Write your own fairytale (or have a really grand adventure)

June 08 2012

Happily-ever-afters. Great escapes. Exotic adventures. Fairytales. You’ve read them, you’ve dreamed of them, you listen enviously as your friends tell them. “They can’t be real,” you skeptically reason.

STOP.

This isn’t stuff reserved for children’s tales. It isn’t luck. You can live one, too.

But it won’t happen magically. You’ll have to do some work. Here are some tips to help you on your way:

1. Get honest. 

Find a place with no distractions. Create time in your schedule to be there without needing to answer emails or rush off to meetings. If you must send yourself an invite, do it.

List things you’re really good at on a piece of paper (or a cocktail napkin). This list doesn’t necessarily need to be things you like or enjoy. You’re writing down your skills and key areas of competency — things you know you can rock out in your sleep.

Use another sheet of paper to list things that bring you joy. You don’t need to “be good” at these; you just need to love doing them. If you have a really, really, really shitty day, where do you turn to lift your spirits?

 2. Dream big. 

Don’t sell yourself short with this. Ask yourself: If you could do ANYTHING, ANYWHERE, what would it be?

Turn off that voice that laughs or says, “Impossible.”

Are you a professional writer living out of your Cape Cod beach home with a golden retriever and an adoring partner?

Have fun with this. And be specific.

 3. Start small. 

Rome wasn’t built in one day; yours won’t be either. Looking at the big picture can be overwhelming. Small, tiny steps will do just fine.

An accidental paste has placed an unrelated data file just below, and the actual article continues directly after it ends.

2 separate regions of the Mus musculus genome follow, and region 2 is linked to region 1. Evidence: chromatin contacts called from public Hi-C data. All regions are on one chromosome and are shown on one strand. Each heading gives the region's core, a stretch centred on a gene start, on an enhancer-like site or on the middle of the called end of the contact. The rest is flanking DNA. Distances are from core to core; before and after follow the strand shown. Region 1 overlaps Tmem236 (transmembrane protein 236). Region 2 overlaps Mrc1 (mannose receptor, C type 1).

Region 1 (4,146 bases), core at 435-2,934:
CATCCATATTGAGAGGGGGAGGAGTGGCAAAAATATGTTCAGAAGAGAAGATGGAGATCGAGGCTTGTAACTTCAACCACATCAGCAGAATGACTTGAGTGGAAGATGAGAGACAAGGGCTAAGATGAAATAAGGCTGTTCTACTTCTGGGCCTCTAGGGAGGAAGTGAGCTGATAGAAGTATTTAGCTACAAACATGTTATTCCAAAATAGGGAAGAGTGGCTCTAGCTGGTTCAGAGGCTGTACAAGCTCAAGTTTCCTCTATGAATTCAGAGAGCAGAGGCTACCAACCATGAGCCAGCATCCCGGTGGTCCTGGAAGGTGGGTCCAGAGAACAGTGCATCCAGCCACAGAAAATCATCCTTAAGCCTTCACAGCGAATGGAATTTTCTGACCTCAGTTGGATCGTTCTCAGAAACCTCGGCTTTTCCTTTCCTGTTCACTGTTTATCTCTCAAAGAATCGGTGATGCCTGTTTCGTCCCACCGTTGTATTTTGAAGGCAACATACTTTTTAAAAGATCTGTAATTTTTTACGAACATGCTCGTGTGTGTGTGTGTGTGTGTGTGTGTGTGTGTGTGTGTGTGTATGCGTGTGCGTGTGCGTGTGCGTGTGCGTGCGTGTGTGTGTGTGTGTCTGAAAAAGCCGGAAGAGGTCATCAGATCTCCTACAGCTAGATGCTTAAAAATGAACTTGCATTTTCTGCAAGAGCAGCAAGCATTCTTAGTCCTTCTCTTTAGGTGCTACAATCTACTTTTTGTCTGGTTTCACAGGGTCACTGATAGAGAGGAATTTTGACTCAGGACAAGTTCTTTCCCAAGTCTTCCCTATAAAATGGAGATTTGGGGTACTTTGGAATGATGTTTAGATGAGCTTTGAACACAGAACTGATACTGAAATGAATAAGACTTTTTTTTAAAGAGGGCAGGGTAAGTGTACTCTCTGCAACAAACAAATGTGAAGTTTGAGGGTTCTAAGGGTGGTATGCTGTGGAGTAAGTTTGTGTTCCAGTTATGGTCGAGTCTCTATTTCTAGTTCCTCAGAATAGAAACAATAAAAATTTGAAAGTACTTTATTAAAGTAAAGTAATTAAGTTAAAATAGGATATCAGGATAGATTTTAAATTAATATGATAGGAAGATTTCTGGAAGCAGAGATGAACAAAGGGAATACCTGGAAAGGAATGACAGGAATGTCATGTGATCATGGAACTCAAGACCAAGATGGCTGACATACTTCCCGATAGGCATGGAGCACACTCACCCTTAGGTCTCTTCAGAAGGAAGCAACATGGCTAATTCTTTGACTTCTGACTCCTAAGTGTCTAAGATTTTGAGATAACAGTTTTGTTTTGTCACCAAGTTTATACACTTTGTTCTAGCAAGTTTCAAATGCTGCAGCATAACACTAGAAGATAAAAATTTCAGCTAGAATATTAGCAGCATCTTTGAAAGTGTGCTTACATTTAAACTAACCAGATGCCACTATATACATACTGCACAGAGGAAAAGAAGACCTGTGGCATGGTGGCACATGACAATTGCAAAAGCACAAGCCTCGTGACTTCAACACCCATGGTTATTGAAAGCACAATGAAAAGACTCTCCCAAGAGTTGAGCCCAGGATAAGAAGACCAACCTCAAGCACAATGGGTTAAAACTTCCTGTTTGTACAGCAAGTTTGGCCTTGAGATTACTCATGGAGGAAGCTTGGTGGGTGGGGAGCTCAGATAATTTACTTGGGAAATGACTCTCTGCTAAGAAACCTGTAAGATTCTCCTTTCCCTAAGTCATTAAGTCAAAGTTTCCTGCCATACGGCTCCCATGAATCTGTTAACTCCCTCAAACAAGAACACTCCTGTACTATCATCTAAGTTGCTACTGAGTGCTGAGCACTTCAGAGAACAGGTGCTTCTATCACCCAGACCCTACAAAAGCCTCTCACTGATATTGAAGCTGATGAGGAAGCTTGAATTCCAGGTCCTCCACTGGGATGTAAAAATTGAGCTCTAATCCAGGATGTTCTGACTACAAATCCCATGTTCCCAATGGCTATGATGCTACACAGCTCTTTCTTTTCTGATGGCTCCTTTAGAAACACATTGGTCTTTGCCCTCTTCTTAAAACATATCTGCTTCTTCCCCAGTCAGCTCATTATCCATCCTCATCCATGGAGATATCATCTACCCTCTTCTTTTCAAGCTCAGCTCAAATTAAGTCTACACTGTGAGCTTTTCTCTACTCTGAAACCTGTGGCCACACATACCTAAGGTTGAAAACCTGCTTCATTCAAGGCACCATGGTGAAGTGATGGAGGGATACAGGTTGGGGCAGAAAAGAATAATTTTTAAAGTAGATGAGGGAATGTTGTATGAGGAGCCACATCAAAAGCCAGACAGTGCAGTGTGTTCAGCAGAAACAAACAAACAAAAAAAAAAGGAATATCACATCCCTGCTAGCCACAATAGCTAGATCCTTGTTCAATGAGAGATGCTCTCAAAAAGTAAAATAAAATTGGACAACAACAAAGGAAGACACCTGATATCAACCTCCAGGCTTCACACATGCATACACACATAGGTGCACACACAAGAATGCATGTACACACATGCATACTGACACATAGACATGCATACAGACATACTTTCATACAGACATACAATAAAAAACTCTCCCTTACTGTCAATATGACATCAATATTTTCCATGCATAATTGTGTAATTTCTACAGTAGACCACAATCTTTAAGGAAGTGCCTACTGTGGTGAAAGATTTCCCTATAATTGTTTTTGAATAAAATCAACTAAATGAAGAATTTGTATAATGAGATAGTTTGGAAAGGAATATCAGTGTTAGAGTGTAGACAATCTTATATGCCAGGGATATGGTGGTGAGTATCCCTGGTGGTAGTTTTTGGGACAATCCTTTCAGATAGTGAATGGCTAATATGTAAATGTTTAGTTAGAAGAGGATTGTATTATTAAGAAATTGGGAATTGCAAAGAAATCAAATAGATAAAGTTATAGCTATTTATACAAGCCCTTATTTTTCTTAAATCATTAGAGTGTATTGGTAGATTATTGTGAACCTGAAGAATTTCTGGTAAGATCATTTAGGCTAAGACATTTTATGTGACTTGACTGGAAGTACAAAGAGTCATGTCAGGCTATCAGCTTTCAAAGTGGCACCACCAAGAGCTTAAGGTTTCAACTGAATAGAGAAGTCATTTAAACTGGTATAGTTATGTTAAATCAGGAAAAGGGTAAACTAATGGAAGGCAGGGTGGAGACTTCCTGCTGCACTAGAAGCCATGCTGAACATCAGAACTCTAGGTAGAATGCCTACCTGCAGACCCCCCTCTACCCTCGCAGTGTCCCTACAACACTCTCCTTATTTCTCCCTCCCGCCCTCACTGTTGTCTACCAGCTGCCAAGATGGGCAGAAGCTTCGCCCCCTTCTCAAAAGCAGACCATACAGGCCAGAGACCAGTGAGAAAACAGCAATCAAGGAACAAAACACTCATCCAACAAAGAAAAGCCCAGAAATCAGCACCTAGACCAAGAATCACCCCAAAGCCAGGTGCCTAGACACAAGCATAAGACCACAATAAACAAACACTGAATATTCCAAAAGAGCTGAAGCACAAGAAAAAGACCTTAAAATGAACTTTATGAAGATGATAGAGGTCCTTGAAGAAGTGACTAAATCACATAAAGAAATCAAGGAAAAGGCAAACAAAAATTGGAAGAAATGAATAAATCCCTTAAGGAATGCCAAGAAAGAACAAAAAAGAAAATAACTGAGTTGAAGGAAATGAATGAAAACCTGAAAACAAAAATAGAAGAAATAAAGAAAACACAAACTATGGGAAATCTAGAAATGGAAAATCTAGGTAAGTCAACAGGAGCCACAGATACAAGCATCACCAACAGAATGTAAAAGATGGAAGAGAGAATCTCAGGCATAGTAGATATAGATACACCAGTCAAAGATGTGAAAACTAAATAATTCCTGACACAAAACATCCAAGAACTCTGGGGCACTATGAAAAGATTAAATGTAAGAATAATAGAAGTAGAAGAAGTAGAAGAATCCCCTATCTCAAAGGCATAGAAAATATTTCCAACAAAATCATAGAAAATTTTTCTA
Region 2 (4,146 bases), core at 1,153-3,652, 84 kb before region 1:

Maybe it starts with a stroll through your local bookstore to see which sections excite you. Maybe it’s taking a day off work to shadow someone at a local agency or maybe you visit a museum.

Before you begin to obsess about writing business plans, finding part-time work, or quitting your job, move in manageable bursts.

 4. You will get frustrated. 

Read that again.

It will happen. You will want to give up. You’ll be pissed at yourself for trying; the obstacles will become insurmountable. You won’t feel like you’re making any progress. IT IS OK. Accept this, acknowledge your frustration, and move on.

Sometimes, functioning is fine.

Take yourself to a movie that inspires you. Regain your strength. The important thing is not to lose momentum.

 5. Orient yourself. 

As long as you’re moving, you’re golden. It’s being stuck that will raise red flags (or white). For now, it doesn’t matter the direction. Just move.

6. You need someone. 

Have one person in your corner. There will be times you don’t believe in yourself. Know someone who does, someone who is OK with seeing you at your worst.

 7. Self care. 

Make a list of ten things that bring you comfort. They can be small — something like listening to music or lighting a candle — or big — booking a massage or buying a plane ticket. Commit to two each day.

Let me know how it goes.